The Petit Champlain district, once a small fishing village in the 1500s, is now one of the hottest shopping spots in Quebec! Meander along the narrow cobblestone streets to discover the latest art and fashion, then pause at a cafe for some coffee or hit up one of the bistros serving exquisite cuisine.

A short drive away is Montmorency Falls, a natural waterfall in Parc de la Chute‑Montmorency that at 83m (275 feet) is almost one third taller than Niagara Falls. Climb the 487-step staircase or take a cable car to the top and stare in awe as you watch the water cascade down into the St. Lawrence River below. Adventure lovers will enjoy the opportunities for hiking and rock climbing around the site.

How to Make the Best Out of a Trip to Old Quebec City

Here are a few local tips and tricks to better enjoy your visit to the city:

  • French is the official language, however many people do speak English. That being said, it is always good to learn a few words like bonjour (hello) and merci (thank you), that go a long way with the locals!
  • The city itself is very hilly with some steep inclines. If mobility is a challenge, you can take advantage of the funiculaire; built in 1879, the inclined elevator cars connect Upper Town and Lower Town (or just take a ride for the spectacular panoramic views)
  • Keep in mind that most buildings and businesses have step entrances, so watch your step!
  • Tipping is not mandatory, even if wait staff might tell you otherwise; those who choose to do so usually tip around 15% of the bill
  • Wireless internet is freely available in the cafes and other locations throughout the area

What Else Can You Do in Old Quebec City?

Quebec’s food is a fascinating blend of British comfort food, traditional French dishes, and First Nation fare. It embraces a farm-to-table approach, often with roots in boreal cuisine. The nearby boreal forest with balsam fir, sea buckthorn, and honey berries — staples found in the cuisine and medicine cabinets of many First Nations peoples and Quebec’s early settlers — lend an earthy flavor to many of the area’s dishes.


While in town you have to try the poutine, a dish of fries dressed in brown gravy and topped with cheese curds that is synonymous with Quebec! Tourtieres, or savory meats enveloped in a flaky pie crust, are another local favorite. Gourmet olive oils, fine chocolates, and maple syrup are also enjoyed liberally.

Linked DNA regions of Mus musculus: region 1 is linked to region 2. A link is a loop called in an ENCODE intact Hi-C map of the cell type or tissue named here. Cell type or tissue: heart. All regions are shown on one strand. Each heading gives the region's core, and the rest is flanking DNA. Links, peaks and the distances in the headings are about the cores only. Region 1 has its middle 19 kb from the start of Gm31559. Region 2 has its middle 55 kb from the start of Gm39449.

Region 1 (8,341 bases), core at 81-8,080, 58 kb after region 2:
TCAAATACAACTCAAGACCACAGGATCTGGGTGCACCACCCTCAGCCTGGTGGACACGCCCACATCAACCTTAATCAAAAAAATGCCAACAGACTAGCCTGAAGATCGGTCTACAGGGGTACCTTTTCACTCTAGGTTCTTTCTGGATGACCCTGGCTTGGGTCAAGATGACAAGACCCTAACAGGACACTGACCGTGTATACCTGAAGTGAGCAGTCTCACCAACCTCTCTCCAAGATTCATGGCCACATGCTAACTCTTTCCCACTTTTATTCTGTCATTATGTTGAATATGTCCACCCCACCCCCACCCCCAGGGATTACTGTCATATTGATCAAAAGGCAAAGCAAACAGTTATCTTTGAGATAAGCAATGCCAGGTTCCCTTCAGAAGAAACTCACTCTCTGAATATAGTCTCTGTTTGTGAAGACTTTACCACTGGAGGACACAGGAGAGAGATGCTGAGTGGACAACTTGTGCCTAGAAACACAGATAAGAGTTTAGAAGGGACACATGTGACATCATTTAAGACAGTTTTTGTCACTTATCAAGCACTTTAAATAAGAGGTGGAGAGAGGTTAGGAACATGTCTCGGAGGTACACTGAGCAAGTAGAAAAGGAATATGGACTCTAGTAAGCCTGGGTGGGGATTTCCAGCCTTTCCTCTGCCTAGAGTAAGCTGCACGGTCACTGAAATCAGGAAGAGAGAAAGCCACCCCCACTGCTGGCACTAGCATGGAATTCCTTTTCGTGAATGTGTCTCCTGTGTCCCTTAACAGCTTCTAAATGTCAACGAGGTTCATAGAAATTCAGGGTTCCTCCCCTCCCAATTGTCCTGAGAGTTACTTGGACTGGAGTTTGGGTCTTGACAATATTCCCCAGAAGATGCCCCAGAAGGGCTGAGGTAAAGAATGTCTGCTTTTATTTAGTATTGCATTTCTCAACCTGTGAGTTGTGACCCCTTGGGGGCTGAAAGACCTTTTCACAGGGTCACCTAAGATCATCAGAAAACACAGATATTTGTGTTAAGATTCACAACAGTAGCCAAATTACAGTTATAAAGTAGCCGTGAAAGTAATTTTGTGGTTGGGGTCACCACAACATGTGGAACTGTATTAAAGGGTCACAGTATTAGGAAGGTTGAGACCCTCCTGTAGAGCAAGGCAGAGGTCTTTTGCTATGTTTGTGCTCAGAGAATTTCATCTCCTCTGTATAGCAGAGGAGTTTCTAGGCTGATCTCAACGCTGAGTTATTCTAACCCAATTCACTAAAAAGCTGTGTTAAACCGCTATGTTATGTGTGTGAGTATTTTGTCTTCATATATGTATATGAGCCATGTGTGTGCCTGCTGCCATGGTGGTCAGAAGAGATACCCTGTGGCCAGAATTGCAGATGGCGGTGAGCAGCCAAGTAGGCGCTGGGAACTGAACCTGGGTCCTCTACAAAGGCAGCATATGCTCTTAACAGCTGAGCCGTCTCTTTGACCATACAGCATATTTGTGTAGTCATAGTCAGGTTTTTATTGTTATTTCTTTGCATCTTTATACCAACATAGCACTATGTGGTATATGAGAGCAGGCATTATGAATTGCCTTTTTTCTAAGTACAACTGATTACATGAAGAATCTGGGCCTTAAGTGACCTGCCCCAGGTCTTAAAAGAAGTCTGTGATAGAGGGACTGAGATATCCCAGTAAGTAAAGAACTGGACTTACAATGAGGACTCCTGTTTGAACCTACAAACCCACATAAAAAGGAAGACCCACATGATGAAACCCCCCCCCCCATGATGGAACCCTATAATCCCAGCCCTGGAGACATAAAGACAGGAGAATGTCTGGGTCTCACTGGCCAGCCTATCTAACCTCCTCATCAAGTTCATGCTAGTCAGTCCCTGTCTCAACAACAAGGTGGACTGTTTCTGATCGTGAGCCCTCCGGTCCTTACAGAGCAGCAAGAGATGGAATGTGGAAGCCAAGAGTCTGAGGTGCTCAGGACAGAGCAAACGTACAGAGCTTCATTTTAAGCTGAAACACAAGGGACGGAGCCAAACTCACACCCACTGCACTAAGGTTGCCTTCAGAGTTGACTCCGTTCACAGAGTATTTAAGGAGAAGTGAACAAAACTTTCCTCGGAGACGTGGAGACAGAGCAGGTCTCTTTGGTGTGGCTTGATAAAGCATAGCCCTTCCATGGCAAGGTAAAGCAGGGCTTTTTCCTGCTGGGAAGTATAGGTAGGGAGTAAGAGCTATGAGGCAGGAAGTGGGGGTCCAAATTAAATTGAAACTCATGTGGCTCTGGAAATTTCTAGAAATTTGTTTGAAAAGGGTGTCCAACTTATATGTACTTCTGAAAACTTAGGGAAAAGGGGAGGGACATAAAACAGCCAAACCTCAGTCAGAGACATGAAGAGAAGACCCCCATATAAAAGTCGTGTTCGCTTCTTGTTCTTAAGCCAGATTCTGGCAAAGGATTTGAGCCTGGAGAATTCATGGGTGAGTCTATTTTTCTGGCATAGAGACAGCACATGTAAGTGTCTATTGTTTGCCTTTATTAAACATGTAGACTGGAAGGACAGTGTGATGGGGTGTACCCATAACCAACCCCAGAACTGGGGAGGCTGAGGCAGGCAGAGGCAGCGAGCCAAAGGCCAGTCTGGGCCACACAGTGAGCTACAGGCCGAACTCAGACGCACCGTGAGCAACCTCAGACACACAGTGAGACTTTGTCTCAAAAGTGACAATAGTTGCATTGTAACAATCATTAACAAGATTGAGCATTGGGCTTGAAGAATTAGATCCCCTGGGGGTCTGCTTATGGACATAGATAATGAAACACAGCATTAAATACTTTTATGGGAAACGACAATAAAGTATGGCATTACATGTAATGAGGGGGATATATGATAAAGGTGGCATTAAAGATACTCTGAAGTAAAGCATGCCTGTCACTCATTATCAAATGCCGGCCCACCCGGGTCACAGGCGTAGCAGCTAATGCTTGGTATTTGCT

Foodies will get a kick out of traditional Quebecois fare at the internationally renowned aux Anciens Canadiens housed within Maison Jacquet, the largest and oldest house in Upper Town. Another local favorite with a contemporary twist is Restaurant Legende, whose fresh, local delicacies such as lamb fries and elk carpaccio will leave you wanting more.

If shopping is more your style, check out the leather, suede, and cashmere goods in the Rue de Petit Champlain shops nestled inside renovated historical buildings that once belonged to the area’s fur traders and sailmakers. You can also go antiquing and browse the art galleries on nearby Rue Saint Paul.

Take a budget-friendly ferry ride across the St. Lawrence River and be rewarded with Insta-worthy photos of the city skyline as well as another perspective of this amazing city.

Finally, the Grand Allee will delight you with its many restaurants, microbreweries, and sidewalk patios by day and its sizzling dance clubs at night. What once was a country road has built up over the centuries and is now a hotspot for the locals to party.

With so many things to see and do, the best place to start is with a walking tour  to get a great overview of this marvelous town! Call us today and we will set you up with all the magic and majesty that Old Quebec city has to offer.